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  The genomic determinants of adaptive evolution in a fungal pathogen

Grandaubert, J., Dutheil, J. Y., & Stukenbrock, E. H. (2018). The genomic determinants of adaptive evolution in a fungal pathogen. bioRxiv. doi:10.1101/176727.

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Item Permalink: http://hdl.handle.net/21.11116/0000-0003-7056-E Version Permalink: http://hdl.handle.net/21.11116/0000-0003-7057-D
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Grandaubert, Jonathan1, Author              
Dutheil, Julien Y.2, 3, Author              
Stukenbrock, Eva H.1, Author              
Affiliations:
1Max Planck Fellow Group Environmental Genomics, Max Planck Institute for Evolutionary Biology, Max Planck Society, ou_2068284              
2Research Group Molecular Systems Evolution, Department Evolutionary Genetics, Max Planck Institute for Evolutionary Biology, Max Planck Society, ou_2068287              
3Department Evolutionary Genetics, Max Planck Institute for Evolutionary Biology, Max Planck Society, ou_1445635              

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 Abstract: Antagonistic host-pathogen co-evolution is a determining factor in the outcome of infection and shapes genetic diversity at the population level of both partners. While the molecular function of an increasing number of genes involved in pathogenicity is being uncovered, little is known about the molecular bases and genomic impact of hst-pathogen coevolution and rapid adaptation. Here, we apply a population genomic approach to infer genome-wide patterns of selection among thirteen isolates of the fungal pathogen Zymoseptoria tritici. Using whole genome alignments, we characterize intragenic polymorphism, and we apply different test statistics based on the distribution of non-synonymous and synonymous polymorphisms (pN/pS) and substitutions (dN/dS) to (1) characterise the selection regime acting on each gene, (2) estimate rates of adaptation and (3) identify targets of selection. We correlate our estimates with different genome variables to identify the main determinants of past and ongoing adaptive evolution, as well as purifying and balancing selection. We report a negative relationship between pN/pS and fine-scale recombination rate and a strong positive correlation between the rate of adaptive non-synonymous substitutions (ωa) and recombination rate. This result suggests a pervasive role of Hill-Robertson interference even in a species with an exceptionally high recombination rate (60 cM/Mb). Moreover, we report that the genome-wide fraction of adaptive non-synonymous substitutions (α) is ~ 44%, however in genes encoding determinants of pathogenicity we find a mean value of alpha ~ 68% demonstrating a considerably faster rate of adaptive evolution in this class of genes. We identify 787 candidate genes under balancing selection with an enrichment of genes involved in secondary metabolism and host infection, but not predicted effectors. This suggests that different classes of pathogenicity-related genes evolve according to distinct selection regimes. Overall our study shows that sexual recombination is a main driver of genome evolution in this pathogen.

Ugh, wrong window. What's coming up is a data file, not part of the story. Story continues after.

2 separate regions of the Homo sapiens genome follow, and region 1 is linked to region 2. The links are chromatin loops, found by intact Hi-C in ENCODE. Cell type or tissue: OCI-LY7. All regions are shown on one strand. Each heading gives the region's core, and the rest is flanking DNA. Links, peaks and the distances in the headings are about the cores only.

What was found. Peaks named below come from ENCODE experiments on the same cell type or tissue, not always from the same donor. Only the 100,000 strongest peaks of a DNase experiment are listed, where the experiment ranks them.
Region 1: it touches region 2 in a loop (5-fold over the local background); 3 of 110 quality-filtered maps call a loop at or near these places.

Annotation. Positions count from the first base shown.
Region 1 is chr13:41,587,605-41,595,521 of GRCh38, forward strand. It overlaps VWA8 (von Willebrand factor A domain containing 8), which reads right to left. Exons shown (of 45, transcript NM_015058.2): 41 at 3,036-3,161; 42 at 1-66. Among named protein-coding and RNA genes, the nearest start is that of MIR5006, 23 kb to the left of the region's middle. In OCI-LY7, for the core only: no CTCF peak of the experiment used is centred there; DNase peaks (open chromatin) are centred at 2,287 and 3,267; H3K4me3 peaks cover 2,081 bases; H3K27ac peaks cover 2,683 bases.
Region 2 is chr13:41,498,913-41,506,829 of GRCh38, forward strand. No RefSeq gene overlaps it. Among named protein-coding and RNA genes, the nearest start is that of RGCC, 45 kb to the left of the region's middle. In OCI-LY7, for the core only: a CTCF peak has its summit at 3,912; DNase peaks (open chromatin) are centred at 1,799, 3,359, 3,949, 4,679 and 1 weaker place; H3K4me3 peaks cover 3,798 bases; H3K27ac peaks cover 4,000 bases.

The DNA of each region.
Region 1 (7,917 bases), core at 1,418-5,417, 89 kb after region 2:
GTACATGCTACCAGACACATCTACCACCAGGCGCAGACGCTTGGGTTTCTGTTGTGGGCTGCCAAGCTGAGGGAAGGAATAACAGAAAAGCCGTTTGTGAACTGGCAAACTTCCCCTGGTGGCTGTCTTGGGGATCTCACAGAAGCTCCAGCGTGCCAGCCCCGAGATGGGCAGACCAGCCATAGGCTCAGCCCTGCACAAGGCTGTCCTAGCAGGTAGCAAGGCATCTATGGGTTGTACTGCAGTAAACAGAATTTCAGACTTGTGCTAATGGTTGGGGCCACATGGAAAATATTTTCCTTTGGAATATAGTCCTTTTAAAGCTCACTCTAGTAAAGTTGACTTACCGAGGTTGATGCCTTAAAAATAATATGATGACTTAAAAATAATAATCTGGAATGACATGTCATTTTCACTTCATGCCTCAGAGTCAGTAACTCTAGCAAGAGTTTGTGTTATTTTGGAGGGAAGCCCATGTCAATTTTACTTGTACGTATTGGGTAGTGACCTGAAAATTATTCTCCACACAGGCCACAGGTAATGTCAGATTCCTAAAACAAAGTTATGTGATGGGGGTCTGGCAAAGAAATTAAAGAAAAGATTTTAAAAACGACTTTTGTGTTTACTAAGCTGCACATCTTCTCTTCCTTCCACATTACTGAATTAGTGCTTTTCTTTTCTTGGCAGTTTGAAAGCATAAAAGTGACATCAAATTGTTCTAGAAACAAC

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Language(s): eng - English
 Dates: 2018-08-152018-01
 Publication Status: Published in print
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 Rev. Method: No review
 Identifiers: DOI: 10.1101/176727
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Title: bioRxiv
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